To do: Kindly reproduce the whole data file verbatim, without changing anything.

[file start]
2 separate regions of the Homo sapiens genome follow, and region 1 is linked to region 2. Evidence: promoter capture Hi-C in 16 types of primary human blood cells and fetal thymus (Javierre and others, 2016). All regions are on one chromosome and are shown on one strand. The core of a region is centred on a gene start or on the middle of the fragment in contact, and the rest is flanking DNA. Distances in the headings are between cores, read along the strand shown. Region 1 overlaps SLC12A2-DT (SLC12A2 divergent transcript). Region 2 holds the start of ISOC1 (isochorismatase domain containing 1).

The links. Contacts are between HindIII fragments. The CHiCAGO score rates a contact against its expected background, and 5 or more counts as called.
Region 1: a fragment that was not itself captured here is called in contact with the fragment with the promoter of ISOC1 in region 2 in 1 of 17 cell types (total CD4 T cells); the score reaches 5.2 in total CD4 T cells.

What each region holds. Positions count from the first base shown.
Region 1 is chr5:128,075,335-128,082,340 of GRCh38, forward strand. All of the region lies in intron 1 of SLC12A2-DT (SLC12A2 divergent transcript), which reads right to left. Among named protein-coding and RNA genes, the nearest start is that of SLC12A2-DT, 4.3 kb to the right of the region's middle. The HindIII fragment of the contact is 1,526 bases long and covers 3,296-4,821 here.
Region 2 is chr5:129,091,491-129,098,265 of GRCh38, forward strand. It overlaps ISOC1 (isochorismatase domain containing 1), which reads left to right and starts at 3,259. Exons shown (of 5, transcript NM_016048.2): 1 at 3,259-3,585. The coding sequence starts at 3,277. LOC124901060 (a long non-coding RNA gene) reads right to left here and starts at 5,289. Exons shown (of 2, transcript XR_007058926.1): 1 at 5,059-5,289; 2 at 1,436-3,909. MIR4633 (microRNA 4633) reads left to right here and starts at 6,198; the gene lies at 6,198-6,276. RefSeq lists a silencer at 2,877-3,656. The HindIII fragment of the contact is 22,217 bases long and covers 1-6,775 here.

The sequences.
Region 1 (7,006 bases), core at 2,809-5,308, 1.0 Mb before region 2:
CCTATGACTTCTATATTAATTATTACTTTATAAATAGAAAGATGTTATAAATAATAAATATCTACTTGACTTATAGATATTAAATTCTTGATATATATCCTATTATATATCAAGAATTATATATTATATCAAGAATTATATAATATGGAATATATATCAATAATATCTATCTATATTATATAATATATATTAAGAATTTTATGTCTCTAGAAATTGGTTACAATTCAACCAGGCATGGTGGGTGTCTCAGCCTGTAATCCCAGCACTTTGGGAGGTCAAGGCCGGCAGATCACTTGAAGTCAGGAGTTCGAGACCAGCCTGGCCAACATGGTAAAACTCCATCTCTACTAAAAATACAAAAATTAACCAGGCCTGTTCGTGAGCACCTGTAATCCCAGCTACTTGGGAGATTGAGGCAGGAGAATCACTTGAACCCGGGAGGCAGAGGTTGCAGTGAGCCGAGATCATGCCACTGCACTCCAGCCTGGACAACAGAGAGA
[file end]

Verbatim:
2 separate regions of the Homo sapiens genome follow, and region 1 is linked to region 2. Evidence: promoter capture Hi-C in 16 types of primary human blood cells and fetal thymus (Javierre and others, 2016). All regions are on one chromosome and are shown on one strand. The core of a region is centred on a gene start or on the middle of the fragment in contact, and the rest is flanking DNA. Distances in the headings are between cores, read along the strand shown. Region 1 overlaps SLC12A2-DT (SLC12A2 divergent transcript). Region 2 holds the start of ISOC1 (isochorismatase domain containing 1).

The links. Contacts are between HindIII fragments. The CHiCAGO score rates a contact against its expected background, and 5 or more counts as called.
Region 1: a fragment that was not itself captured here is called in contact with the fragment with the promoter of ISOC1 in region 2 in 1 of 17 cell types (total CD4 T cells); the score reaches 5.2 in total CD4 T cells.

What each region holds. Positions count from the first base shown.
Region 1 is chr5:128,075,335-128,082,340 of GRCh38, forward strand. All of the region lies in intron 1 of SLC12A2-DT (SLC12A2 divergent transcript), which reads right to left. Among named protein-coding and RNA genes, the nearest start is that of SLC12A2-DT, 4.3 kb to the right of the region's middle. The HindIII fragment of the contact is 1,526 bases long and covers 3,296-4,821 here.
Region 2 is chr5:129,091,491-129,098,265 of GRCh38, forward strand. It overlaps ISOC1 (isochorismatase domain containing 1), which reads left to right and starts at 3,259. Exons shown (of 5, transcript NM_016048.2): 1 at 3,259-3,585. The coding sequence starts at 3,277. LOC124901060 (a long non-coding RNA gene) reads right to left here and starts at 5,289. Exons shown (of 2, transcript XR_007058926.1): 1 at 5,059-5,289; 2 at 1,436-3,909. MIR4633 (microRNA 4633) reads left to right here and starts at 6,198; the gene lies at 6,198-6,276. RefSeq lists a silencer at 2,877-3,656. The HindIII fragment of the contact is 22,217 bases long and covers 1-6,775 here.

The sequences.
Region 1 (7,006 bases), core at 2,809-5,308, 1.0 Mb before region 2:
CCTATGACTTCTATATTAATTATTACTTTATAAATAGAAAGATGTTATAAATAATAAATATCTACTTGACTTATAGATATTAAATTCTTGATATATATCCTATTATATATCAAGAATTATATATTATATCAAGAATTATATAATATGGAATATATATCAATAATATCTATCTATATTATATAATATATATTAAGAATTTTATGTCTCTAGAAATTGGTTACAATTCAACCAGGCATGGTGGGTGTCTCAGCCTGTAATCCCAGCACTTTGGGAGGTCAAGGCCGGCAGATCACTTGAAGTCAGGAGTTCGAGACCAGCCTGGCCAACATGGTAAAACTCCATCTCTACTAAAAATACAAAAATTAACCAGGCCTGTTCGTGAGCACCTGTAATCCCAGCTACTTGGGAGATTGAGGCAGGAGAATCACTTGAACCCGGGAGGCAGAGGTTGCAGTGAGCCGAGATCATGCCACTGCACTCCAGCCTGGACAACAGAGAGA